I think I've got it aligned pretty well, the left / right side measurements on the front wheel were off by a little less than 1/16 after torquing the axle... well, at least as well as I can measure with a ruler and string :) Still need to clean the chain and put the plastic bits back on, then I can take it out for a test ride.

Some pictures of my setup, feel free to criticize: (These pictures might be down tonight, flickr is up for some scheduled maintenance here soon)



Not a whole lot of clearance here...


This was about as high as I could get the string without hitting the center stand on the right side.
 

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Looks exactly right to me in terms of the rough setup. FOG may be able to suggest additional minor tweaks to get the most accuracy out of the method, e.g. making sure your bike is exactly vertical in relation to the ground prior to setting up the horizontal string thing measurement.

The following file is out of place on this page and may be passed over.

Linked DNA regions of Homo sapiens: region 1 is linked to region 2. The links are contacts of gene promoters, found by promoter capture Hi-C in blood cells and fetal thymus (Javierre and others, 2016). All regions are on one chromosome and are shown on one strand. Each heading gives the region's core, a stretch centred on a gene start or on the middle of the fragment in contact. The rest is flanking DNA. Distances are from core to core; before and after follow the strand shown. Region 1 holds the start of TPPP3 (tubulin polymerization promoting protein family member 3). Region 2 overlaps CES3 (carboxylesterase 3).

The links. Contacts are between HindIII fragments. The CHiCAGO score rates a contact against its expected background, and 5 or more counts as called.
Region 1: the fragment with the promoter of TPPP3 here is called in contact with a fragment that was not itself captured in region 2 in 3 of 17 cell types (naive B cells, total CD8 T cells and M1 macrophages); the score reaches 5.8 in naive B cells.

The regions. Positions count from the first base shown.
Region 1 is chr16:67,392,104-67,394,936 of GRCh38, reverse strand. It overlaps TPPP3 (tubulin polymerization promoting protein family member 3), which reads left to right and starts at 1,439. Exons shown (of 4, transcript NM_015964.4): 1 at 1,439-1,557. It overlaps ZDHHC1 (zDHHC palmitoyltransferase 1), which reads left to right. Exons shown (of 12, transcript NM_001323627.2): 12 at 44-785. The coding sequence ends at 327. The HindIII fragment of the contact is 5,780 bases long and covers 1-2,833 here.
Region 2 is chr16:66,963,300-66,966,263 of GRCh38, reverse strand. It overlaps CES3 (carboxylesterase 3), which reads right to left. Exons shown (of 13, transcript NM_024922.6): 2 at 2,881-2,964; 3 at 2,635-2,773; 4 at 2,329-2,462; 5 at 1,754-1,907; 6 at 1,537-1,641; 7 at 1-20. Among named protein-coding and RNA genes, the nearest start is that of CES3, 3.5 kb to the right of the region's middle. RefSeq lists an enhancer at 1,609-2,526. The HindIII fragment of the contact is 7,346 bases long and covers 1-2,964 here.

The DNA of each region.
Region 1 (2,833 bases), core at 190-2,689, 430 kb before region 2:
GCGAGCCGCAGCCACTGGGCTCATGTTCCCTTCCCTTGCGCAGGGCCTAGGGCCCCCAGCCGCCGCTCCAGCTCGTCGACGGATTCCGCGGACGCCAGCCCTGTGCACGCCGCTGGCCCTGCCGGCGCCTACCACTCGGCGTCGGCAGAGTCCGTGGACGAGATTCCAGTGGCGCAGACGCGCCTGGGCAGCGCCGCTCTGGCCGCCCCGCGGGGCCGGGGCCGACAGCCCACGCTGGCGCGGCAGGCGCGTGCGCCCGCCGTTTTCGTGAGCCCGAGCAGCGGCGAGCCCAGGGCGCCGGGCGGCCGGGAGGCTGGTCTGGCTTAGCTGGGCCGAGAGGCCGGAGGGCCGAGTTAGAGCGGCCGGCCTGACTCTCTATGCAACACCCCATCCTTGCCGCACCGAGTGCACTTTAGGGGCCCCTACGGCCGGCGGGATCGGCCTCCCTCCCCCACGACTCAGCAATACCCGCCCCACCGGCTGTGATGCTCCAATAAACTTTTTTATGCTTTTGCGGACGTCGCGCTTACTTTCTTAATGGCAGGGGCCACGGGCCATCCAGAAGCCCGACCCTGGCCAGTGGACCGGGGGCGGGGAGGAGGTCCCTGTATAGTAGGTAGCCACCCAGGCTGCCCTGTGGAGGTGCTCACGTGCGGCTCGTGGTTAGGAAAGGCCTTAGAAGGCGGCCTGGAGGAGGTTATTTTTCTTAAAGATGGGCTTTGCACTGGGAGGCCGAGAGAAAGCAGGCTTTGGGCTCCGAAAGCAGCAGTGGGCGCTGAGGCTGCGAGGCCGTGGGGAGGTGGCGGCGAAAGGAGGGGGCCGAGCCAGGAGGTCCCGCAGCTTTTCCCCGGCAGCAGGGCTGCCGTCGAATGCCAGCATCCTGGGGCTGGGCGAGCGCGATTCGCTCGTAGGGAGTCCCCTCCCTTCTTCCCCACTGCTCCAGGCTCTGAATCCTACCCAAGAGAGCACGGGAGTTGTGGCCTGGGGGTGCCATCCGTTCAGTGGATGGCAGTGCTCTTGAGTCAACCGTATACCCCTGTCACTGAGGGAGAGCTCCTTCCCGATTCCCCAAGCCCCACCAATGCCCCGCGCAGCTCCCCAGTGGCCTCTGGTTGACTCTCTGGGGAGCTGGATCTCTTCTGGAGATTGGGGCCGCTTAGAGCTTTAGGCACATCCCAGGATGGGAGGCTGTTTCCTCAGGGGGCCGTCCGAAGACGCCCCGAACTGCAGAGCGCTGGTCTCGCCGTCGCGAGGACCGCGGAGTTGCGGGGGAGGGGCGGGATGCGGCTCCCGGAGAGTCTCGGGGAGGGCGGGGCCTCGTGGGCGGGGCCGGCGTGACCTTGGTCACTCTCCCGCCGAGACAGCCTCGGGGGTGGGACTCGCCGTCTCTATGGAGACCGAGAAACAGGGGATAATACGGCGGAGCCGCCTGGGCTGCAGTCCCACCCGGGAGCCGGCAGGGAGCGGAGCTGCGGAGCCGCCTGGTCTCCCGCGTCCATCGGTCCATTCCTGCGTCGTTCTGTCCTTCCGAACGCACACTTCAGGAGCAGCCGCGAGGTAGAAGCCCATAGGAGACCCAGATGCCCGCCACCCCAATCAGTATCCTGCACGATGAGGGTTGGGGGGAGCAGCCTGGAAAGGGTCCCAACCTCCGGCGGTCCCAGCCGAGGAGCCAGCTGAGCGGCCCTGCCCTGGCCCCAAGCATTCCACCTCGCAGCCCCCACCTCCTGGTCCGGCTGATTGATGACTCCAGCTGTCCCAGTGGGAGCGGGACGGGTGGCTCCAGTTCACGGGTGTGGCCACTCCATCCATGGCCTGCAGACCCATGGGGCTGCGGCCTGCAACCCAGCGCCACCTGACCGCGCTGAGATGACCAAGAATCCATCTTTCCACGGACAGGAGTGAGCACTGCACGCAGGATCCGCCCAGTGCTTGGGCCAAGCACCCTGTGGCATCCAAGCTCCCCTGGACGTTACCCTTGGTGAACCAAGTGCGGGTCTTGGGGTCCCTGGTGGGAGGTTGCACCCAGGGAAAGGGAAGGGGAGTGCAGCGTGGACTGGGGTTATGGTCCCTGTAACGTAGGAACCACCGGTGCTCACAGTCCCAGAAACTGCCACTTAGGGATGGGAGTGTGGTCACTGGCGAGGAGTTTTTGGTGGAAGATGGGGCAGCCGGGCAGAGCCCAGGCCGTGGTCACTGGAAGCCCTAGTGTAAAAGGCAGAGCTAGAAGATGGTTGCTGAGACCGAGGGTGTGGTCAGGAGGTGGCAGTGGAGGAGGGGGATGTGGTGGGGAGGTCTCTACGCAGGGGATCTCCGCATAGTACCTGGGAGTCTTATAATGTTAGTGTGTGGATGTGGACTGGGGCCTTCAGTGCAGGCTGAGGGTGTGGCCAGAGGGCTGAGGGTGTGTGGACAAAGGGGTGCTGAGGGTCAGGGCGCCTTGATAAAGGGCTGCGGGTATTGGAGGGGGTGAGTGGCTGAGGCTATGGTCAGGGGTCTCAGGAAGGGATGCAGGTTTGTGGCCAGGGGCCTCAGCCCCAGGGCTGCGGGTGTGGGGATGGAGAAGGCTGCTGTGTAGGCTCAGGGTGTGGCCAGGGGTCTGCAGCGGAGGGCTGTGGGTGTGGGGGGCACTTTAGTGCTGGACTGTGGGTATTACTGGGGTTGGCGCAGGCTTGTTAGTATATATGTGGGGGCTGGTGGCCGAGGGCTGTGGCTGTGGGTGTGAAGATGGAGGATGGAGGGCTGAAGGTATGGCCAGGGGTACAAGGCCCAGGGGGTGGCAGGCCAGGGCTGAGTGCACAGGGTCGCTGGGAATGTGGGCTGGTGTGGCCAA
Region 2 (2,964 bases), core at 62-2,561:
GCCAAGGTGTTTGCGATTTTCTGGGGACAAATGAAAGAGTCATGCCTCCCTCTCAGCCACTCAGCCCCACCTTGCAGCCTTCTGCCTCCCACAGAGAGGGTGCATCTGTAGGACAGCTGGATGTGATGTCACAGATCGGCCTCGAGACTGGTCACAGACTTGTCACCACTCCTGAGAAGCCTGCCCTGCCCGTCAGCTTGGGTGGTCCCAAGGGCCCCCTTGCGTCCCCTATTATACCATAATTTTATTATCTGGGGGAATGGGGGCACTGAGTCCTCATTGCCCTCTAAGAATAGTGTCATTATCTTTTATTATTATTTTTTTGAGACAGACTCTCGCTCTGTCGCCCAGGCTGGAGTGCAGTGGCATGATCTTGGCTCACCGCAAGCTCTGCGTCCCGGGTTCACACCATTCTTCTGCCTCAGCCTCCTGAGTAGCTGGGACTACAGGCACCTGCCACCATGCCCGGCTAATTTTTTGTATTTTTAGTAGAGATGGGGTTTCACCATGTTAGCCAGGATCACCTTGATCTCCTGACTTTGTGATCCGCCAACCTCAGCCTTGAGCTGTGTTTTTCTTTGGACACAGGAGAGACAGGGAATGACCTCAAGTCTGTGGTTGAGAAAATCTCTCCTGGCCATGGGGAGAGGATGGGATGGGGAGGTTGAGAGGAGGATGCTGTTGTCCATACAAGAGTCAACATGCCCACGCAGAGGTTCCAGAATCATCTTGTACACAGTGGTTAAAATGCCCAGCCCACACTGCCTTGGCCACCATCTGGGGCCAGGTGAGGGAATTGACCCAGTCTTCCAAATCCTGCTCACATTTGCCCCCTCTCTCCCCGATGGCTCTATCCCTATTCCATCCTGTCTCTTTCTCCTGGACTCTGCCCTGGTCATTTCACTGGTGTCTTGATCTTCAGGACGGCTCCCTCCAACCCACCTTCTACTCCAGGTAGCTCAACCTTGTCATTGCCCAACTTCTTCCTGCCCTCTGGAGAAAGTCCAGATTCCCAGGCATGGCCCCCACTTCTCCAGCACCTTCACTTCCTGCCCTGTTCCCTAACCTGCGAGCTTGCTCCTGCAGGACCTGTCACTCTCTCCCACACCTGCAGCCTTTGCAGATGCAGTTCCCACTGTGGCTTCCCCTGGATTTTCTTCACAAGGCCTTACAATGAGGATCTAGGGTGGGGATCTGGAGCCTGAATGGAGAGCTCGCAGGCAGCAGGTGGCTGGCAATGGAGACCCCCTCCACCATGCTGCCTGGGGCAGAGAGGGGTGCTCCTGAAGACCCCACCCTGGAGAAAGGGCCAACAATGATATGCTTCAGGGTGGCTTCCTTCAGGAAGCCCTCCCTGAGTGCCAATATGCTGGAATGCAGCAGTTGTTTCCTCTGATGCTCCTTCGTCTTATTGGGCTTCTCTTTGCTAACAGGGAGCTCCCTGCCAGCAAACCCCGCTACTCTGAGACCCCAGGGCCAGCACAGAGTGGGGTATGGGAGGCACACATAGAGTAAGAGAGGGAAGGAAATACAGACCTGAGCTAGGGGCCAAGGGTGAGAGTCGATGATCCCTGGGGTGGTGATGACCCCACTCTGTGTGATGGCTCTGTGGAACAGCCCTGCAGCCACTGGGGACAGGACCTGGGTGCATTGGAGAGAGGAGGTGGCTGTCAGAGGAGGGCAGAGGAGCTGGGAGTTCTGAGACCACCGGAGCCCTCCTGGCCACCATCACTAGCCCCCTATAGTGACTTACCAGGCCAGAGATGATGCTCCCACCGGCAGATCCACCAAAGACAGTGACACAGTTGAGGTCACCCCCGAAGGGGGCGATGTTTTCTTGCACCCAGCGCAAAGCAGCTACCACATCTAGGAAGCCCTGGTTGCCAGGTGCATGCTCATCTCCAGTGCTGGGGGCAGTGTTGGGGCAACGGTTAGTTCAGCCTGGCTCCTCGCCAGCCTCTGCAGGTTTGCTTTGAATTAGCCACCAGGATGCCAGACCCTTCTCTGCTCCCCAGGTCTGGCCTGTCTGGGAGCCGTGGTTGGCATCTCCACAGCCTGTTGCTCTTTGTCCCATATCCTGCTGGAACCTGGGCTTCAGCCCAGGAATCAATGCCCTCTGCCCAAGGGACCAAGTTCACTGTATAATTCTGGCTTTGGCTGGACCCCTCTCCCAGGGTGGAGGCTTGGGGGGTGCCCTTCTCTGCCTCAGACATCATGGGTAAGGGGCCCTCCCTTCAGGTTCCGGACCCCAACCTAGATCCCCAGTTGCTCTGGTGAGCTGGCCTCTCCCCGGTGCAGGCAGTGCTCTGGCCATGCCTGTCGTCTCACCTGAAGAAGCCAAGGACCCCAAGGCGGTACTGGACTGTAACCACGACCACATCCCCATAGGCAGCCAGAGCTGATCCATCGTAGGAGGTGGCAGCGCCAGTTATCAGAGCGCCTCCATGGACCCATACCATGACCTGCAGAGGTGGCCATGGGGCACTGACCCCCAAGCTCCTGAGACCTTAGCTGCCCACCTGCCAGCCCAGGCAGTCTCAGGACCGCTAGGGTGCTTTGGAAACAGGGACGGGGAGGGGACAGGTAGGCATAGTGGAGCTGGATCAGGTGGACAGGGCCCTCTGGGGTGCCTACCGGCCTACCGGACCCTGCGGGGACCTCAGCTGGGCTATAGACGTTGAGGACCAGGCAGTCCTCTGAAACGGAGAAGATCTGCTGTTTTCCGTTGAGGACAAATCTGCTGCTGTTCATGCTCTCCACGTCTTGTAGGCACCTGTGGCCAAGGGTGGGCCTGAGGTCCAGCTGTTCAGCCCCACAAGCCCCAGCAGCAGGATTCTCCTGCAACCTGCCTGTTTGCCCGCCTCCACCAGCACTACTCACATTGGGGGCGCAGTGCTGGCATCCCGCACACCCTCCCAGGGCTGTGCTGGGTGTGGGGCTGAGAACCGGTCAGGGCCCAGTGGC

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Went out for a brief ride to see how the alignment feels, didn't notice anything out of the ordinary although I only got up to 50 or so.

The factory alignment marks seem to be pretty good on mine, I used them to do the initial alignment and when I checked it with the strings it looked to be right on.
 

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Hey Slugger those Pictures Retsmah posted are perfect illustration of the string thing set up. If you could add them to my discription that would be super. Of coruse Give Retsma the Byline.

FOG
 
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retsmah said:
The factory alignment marks seem to be pretty good on mine, I used them to do the initial alignment and when I checked it with the strings it looked to be right on.
I gotta say I've had the exact same experience in my 23 years of riding. The factory alignment marks have always been spot on when I've checked them with several different alignment methods on various bikes. So, for the last 10 years or so I've never used anything but the factory marks.